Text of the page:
When checking out location possibilities don’t just try to get as close as you can to the subject. Sometimes the best views are found from a distance (some of the Trent’s power stations look fantastic from miles away when the conditions are right). Perhaps look for a hill-top or meadow a mile or so away, which will give you a totally different perspective on the shot.

photographing industrial landscapes - chimneys smoking

Photographing Industrial Landscapes – Composition

Once you’ve picked a spot it’s time to think about your composition.

You don’t have to frame the whole factory or refinery in a single image. Look for close-ups or details that will make interesting shots.

Refineries tend to look long and thin, so why not attach a longer lens and crop into the image to emphasise a particular aspect such as the pipe work? Or try to apply the ‘rule of thirds’ with smokestacks or cooling towers in the appropriate place.

Look for people in shots, particularly on construction sites, as they give a great sense of scale. And if you can shoot them as silhouettes, even better because they will be unrecognisable. (If you can recognise people then you need to either get a model release signed which will be virtually impossible, or add a bit of blur to their faces in Photoshop.)

Photographing Industrial Landscapes – Industrial Light & Magic

Light is everything in photography. The quality of the light, its direction, colour and strength all help to make a shot. This is true of industrial pictures just as much as landscape, travel or fashion images.

Timing is vital for the right effect and usually requires an early start. This is especially true if you are after mist swirling around a cooling tower or a chimney poking up through a bank of fog to catch the first rays of sunlight.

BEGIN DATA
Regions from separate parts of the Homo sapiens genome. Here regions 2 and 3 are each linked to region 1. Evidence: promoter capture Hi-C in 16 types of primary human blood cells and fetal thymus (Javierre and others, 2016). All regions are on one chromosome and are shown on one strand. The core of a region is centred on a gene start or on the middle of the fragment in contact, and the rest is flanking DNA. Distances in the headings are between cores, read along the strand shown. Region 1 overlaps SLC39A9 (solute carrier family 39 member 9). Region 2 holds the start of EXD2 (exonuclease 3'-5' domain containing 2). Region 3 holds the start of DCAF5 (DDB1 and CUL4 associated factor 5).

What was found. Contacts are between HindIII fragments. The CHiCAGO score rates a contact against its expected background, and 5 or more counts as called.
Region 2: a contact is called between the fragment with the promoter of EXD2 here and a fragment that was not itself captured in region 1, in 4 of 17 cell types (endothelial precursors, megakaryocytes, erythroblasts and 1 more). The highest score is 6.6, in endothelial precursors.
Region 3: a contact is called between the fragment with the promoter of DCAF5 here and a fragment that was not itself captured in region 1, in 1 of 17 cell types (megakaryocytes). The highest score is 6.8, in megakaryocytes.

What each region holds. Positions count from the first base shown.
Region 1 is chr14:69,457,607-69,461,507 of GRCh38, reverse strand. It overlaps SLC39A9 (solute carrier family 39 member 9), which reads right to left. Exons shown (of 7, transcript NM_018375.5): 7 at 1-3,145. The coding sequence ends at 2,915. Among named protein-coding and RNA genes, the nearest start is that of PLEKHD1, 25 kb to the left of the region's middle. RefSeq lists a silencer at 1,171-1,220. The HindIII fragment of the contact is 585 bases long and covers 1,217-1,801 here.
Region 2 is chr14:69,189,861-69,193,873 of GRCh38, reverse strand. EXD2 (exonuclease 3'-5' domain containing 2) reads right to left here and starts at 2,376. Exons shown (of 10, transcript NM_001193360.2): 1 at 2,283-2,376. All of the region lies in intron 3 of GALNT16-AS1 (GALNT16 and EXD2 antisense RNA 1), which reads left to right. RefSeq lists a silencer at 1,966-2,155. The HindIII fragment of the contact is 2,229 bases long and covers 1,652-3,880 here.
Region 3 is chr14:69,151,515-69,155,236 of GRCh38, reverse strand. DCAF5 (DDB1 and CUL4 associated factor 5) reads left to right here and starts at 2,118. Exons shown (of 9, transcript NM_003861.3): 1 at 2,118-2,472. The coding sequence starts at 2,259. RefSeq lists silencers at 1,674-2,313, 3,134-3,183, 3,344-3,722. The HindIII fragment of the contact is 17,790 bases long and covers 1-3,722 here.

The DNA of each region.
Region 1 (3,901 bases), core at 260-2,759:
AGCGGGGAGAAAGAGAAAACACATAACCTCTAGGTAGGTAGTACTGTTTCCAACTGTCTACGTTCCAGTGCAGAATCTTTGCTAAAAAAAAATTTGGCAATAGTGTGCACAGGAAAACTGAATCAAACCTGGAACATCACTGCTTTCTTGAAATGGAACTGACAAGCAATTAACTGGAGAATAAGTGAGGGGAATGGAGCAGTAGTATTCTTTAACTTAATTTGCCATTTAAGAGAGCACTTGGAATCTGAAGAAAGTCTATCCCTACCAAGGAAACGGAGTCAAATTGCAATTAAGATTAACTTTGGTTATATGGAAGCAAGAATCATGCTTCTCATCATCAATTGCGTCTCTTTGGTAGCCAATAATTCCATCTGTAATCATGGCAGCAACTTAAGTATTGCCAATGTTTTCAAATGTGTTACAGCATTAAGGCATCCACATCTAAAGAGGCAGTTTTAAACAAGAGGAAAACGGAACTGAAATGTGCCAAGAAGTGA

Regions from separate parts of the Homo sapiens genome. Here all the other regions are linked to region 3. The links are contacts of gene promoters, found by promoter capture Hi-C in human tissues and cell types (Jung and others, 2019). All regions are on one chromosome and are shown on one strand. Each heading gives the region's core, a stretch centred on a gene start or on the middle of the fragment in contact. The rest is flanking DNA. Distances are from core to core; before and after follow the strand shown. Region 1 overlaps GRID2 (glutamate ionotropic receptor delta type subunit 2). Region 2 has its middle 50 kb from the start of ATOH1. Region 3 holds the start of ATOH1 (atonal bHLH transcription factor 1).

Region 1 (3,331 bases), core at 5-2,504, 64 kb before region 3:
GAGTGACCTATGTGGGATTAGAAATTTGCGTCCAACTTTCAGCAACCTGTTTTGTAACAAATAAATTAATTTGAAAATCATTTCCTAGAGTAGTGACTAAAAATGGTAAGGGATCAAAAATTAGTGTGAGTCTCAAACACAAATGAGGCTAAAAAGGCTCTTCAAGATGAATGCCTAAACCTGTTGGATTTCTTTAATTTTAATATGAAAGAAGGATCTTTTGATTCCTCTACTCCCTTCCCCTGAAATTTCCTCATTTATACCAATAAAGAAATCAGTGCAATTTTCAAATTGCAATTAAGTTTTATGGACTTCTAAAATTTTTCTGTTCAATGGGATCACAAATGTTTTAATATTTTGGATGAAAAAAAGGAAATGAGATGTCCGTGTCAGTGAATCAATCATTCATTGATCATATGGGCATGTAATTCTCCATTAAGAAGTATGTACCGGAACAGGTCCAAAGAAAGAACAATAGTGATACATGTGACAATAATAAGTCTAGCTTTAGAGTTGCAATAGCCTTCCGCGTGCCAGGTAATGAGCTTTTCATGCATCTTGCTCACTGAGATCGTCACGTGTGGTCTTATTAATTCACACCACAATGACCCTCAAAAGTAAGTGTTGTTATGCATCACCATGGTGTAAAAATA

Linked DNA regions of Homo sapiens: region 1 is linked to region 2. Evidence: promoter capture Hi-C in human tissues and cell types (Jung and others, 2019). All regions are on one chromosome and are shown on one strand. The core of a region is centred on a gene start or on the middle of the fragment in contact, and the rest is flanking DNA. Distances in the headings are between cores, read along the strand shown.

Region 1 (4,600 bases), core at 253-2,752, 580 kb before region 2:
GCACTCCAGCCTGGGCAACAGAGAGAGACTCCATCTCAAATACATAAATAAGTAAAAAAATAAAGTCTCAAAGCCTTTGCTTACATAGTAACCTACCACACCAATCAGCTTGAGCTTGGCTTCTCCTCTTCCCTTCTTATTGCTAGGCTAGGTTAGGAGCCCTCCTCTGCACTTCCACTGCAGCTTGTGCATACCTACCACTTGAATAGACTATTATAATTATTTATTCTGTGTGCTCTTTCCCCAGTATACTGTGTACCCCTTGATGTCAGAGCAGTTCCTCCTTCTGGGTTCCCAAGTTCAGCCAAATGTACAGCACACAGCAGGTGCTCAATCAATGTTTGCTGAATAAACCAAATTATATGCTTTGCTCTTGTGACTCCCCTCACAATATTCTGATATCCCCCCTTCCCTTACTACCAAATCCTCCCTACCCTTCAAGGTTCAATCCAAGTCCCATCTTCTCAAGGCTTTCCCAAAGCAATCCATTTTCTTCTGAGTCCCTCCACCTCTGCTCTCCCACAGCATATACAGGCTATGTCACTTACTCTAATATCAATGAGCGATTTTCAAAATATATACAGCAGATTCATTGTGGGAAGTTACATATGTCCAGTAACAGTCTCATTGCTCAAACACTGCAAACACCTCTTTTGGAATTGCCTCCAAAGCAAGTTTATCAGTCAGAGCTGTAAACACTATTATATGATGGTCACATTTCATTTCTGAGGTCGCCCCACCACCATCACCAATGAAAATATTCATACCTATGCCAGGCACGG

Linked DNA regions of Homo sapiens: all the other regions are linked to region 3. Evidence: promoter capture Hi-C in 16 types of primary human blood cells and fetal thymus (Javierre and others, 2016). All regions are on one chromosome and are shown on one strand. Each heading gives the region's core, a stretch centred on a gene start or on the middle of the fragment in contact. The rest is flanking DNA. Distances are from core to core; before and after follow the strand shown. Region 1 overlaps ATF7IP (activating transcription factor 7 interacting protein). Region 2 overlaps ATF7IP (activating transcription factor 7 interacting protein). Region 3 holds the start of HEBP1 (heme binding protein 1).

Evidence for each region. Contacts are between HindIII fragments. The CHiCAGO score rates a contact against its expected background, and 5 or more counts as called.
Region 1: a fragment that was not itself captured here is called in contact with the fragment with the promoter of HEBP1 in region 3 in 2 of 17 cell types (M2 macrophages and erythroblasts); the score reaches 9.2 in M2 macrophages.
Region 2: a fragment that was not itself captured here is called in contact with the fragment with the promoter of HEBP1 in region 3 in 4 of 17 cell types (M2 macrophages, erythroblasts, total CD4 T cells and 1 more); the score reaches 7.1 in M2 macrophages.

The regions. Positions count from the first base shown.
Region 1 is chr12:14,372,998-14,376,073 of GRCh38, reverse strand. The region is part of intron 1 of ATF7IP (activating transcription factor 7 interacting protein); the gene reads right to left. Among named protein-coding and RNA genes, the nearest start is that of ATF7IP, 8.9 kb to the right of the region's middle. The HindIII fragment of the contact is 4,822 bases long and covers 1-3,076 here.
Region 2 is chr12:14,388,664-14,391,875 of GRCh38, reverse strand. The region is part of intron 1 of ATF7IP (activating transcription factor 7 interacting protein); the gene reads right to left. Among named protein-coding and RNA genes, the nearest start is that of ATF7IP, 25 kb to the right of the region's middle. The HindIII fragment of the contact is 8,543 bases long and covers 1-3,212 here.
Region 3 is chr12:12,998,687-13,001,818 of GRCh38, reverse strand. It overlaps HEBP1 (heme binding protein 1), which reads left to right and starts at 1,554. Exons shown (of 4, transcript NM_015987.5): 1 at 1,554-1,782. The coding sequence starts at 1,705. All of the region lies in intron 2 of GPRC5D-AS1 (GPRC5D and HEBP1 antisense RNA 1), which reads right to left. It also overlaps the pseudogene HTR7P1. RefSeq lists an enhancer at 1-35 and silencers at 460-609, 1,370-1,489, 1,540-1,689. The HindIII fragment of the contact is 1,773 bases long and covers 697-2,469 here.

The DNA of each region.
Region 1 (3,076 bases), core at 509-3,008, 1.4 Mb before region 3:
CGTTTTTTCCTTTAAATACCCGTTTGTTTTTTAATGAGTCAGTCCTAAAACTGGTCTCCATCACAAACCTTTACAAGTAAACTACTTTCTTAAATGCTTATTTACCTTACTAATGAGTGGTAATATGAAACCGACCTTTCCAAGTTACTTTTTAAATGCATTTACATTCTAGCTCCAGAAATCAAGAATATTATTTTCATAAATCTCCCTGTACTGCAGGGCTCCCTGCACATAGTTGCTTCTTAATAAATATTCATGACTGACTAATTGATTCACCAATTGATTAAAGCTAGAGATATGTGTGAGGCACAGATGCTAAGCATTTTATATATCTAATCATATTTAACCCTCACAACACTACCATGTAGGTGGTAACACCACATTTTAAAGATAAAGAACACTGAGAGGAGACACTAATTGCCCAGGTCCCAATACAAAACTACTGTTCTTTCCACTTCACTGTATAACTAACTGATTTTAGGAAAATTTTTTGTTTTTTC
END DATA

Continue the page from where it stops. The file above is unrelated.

Many industrial images benefit from being shot in the winter because the sun is much lower in the sky, making it more manageable. For example, you can hide it behind structures or even people to get brilliant silhouettes.

Photographing Industrial Landscapes – Adding atmosphere

Mist and fog are much more prevalent in winter, helping to add atmosphere to a shot. Think about shooting into the light at dawn or using side lighting to bring out textures and depth in buildings.

However, try to avoid taking pictures with the midday sun directly overhead. This can be too harsh and very contrasty. Likewise, having the light directly behind you can flatten the look of an image.

Understanding light and how it works may sound complicated, but it’s not. It’s all about observing, anticipating and reacting to the arc of the sun and the weather conditions – is it frosty, overcast, stormy, or raining? They all have a bearing on the quality of light and your final image.

Photographing Industrial Landscapes – Metering

Metering for the light is not a major issue with modern digital cameras as they can be extremely accurate, and of course you can check the image on your LCD monitor, along with the histogram. Know your camera and the capabilities of your lenses.

Photographing Industrial Landscapes – Use a tripod

Photographing industrial landscapes without actually being on site will invariably mean using medium tele-zooms (70-200mm) to much longer telephotos (300mm to 500mm), so using a good, sturdy tripod is essential.

No ‘cheating’ with higher ISO speeds – do it properly; the higher the ISO the greater the noise which will detract from the image.